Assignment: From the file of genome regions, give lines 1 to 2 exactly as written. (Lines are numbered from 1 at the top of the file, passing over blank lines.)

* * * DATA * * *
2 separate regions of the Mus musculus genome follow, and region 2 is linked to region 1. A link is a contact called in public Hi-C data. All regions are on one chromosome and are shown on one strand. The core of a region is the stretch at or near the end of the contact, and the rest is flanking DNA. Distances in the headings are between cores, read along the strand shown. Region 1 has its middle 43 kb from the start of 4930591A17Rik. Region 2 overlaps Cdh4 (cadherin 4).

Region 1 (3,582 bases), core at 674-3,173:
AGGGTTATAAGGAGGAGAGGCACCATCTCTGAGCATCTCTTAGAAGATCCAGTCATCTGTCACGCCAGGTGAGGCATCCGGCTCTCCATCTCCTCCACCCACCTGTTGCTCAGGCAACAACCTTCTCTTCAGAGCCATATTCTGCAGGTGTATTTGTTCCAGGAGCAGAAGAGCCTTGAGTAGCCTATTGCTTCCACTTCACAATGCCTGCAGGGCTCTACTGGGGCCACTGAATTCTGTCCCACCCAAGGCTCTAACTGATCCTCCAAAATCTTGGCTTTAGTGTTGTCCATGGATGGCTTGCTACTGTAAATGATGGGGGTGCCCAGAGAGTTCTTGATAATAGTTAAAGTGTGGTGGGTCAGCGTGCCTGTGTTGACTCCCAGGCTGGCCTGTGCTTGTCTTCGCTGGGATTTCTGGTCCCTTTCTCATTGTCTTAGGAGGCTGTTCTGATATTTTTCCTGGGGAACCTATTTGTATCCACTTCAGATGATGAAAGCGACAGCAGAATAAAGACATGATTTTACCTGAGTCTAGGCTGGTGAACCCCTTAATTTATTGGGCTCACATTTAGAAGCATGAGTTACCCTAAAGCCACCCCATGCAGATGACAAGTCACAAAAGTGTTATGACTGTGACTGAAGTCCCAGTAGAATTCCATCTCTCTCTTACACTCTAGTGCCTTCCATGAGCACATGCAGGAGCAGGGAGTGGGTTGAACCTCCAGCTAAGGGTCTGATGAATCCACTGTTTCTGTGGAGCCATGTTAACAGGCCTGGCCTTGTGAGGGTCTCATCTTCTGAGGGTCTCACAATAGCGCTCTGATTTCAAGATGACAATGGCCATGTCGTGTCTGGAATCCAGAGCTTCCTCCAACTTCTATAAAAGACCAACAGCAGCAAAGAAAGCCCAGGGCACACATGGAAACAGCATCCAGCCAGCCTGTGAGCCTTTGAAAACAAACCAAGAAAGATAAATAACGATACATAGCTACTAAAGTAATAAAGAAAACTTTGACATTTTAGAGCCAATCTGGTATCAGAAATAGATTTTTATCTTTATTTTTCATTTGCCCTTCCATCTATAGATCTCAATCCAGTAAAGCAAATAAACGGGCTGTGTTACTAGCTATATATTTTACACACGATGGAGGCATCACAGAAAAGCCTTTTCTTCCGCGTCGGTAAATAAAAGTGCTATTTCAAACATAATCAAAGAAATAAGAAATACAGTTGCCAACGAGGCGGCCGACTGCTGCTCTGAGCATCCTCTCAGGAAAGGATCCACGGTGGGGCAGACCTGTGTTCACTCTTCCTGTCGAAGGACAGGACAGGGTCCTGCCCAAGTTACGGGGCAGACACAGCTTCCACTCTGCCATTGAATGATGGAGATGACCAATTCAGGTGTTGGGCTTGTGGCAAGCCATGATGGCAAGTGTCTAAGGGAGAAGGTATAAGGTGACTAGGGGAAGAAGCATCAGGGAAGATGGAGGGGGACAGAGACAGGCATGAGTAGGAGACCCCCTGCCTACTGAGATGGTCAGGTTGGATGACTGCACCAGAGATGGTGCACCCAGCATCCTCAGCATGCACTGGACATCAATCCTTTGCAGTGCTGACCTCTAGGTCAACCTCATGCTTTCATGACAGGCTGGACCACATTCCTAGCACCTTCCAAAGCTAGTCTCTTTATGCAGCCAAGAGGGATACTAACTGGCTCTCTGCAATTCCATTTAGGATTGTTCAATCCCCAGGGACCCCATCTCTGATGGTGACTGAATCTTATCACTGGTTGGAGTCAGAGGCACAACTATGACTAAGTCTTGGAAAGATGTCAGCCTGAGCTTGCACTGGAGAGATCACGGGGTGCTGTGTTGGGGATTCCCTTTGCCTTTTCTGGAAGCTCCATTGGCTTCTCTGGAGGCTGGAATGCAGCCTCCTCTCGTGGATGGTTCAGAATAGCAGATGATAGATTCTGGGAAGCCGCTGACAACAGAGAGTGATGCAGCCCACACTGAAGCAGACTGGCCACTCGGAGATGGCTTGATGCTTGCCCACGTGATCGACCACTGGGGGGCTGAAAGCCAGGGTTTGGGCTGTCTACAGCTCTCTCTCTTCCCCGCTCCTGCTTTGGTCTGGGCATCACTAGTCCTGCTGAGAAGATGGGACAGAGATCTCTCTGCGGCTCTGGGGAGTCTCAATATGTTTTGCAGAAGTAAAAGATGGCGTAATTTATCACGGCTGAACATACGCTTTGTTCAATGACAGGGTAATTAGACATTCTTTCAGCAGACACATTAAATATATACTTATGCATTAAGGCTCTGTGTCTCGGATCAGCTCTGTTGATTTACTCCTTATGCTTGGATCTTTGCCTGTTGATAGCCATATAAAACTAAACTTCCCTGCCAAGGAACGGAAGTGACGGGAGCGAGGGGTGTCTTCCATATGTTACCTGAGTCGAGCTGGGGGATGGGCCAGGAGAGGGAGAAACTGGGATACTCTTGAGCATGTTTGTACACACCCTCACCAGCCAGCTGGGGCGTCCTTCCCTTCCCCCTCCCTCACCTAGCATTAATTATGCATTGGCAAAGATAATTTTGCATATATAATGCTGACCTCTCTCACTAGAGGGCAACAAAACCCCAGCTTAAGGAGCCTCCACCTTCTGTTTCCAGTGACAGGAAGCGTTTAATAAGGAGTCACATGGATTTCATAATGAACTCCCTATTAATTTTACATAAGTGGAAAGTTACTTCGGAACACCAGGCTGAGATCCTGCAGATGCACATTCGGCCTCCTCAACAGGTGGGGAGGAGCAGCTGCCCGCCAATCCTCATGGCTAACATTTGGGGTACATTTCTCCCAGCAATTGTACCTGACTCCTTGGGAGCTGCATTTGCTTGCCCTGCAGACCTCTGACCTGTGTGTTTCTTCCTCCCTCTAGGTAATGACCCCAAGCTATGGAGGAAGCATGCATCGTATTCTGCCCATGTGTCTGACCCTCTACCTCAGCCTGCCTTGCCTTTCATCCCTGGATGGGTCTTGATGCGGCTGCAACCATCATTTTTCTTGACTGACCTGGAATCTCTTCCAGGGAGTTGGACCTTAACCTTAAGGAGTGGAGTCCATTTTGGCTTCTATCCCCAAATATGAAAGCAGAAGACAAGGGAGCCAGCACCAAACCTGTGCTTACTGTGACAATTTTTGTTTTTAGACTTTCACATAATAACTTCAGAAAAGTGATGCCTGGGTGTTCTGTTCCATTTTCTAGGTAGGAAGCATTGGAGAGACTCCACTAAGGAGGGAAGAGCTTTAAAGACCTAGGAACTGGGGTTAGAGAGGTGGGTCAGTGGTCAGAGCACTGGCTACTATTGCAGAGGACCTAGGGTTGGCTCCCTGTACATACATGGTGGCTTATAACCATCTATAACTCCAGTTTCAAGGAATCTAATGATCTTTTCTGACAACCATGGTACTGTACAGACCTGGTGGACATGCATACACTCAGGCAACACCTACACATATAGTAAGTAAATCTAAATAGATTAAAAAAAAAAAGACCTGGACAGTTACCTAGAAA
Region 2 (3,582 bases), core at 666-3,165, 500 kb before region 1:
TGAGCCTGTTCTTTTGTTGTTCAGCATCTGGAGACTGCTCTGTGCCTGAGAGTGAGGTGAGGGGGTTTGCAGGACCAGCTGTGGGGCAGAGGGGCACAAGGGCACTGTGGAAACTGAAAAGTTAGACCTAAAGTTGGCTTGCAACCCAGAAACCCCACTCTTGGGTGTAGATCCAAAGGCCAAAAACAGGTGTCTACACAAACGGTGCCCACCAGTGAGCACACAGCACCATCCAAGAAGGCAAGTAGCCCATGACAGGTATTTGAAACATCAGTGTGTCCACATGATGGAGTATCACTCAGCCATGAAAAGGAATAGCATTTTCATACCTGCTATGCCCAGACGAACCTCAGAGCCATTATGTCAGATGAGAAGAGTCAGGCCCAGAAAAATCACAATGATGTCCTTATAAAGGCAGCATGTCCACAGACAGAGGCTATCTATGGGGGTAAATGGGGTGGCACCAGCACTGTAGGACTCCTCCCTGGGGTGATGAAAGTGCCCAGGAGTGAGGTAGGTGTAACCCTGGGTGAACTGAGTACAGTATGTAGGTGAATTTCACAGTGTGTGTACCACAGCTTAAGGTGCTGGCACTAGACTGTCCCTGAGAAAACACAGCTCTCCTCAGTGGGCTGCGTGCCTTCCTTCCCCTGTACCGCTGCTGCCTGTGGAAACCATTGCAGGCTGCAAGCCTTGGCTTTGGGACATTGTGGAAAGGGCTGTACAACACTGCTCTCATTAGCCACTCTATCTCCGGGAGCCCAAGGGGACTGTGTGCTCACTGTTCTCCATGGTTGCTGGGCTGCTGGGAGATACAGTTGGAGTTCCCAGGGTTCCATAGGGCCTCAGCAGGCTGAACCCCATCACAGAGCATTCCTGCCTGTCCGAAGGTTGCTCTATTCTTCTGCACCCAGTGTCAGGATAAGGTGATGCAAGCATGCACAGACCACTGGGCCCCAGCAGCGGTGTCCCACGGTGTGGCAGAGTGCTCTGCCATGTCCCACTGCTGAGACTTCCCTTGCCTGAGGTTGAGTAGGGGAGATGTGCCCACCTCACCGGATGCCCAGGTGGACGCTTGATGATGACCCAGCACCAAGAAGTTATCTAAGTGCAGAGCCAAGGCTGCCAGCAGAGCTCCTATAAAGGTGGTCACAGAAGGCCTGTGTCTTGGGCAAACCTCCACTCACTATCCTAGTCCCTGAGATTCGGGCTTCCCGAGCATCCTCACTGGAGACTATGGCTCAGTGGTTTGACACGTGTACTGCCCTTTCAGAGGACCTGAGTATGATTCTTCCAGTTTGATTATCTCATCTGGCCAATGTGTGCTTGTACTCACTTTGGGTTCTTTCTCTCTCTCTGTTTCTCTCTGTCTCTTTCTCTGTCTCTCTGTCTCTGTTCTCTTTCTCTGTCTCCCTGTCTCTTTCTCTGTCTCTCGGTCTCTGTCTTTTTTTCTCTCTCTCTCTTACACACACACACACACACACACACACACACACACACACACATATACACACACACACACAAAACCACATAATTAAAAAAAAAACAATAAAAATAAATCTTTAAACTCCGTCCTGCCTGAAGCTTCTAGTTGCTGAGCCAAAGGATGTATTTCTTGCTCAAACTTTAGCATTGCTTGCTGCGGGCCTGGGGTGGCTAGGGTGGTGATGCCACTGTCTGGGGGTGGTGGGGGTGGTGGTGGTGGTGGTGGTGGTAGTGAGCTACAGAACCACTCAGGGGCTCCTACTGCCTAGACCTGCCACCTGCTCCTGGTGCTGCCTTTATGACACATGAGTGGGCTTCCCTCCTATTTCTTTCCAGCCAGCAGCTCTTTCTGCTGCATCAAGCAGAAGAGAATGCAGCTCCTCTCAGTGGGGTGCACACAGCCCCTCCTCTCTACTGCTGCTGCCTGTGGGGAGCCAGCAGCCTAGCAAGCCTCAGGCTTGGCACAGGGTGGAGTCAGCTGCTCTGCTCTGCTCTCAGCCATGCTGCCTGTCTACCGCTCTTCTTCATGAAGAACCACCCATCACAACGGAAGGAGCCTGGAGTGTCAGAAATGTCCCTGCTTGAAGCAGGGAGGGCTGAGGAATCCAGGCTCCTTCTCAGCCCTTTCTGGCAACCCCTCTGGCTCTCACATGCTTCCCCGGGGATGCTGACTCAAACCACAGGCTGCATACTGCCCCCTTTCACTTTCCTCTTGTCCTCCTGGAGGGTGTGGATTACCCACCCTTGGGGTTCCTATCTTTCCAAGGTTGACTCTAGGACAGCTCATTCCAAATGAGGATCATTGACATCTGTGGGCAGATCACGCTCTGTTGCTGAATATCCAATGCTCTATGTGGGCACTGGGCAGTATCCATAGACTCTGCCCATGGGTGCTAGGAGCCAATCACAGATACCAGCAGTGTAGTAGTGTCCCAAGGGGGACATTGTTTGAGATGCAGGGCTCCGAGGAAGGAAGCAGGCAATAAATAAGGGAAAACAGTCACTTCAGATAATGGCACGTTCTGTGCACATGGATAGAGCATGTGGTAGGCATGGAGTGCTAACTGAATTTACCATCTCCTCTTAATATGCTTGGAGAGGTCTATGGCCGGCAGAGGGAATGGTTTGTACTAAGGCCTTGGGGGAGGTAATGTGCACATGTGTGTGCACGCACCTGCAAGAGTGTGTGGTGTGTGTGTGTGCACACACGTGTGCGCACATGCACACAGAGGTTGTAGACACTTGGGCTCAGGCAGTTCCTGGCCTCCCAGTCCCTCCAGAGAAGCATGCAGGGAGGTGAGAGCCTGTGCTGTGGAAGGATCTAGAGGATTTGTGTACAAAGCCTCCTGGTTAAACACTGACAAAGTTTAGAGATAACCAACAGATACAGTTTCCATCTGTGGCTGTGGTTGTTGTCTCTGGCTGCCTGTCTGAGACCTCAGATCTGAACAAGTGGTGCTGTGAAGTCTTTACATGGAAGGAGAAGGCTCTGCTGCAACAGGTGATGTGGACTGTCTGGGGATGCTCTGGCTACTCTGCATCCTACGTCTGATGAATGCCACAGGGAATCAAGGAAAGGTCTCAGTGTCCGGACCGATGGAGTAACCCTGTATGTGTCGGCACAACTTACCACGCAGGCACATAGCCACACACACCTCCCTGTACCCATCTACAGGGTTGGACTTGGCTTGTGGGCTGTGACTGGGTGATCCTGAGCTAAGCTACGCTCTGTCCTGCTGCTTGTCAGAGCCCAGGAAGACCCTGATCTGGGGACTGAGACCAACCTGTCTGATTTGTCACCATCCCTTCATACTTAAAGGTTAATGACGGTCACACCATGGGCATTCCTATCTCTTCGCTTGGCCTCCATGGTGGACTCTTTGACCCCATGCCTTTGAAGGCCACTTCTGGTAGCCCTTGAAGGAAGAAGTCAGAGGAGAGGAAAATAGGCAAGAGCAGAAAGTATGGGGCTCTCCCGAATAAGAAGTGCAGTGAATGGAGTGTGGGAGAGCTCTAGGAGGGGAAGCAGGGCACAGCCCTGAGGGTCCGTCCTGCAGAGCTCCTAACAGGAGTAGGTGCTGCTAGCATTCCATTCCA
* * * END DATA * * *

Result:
2 separate regions of the Mus musculus genome follow, and region 2 is linked to region 1. A link is a contact called in public Hi-C data. All regions are on one chromosome and are shown on one strand. The core of a region is the stretch at or near the end of the contact, and the rest is flanking DNA. Distances in the headings are between cores, read along the strand shown. Region 1 has its middle 43 kb from the start of 4930591A17Rik. Region 2 overlaps Cdh4 (cadherin 4).

Region 1 (3,582 bases), core at 674-3,173: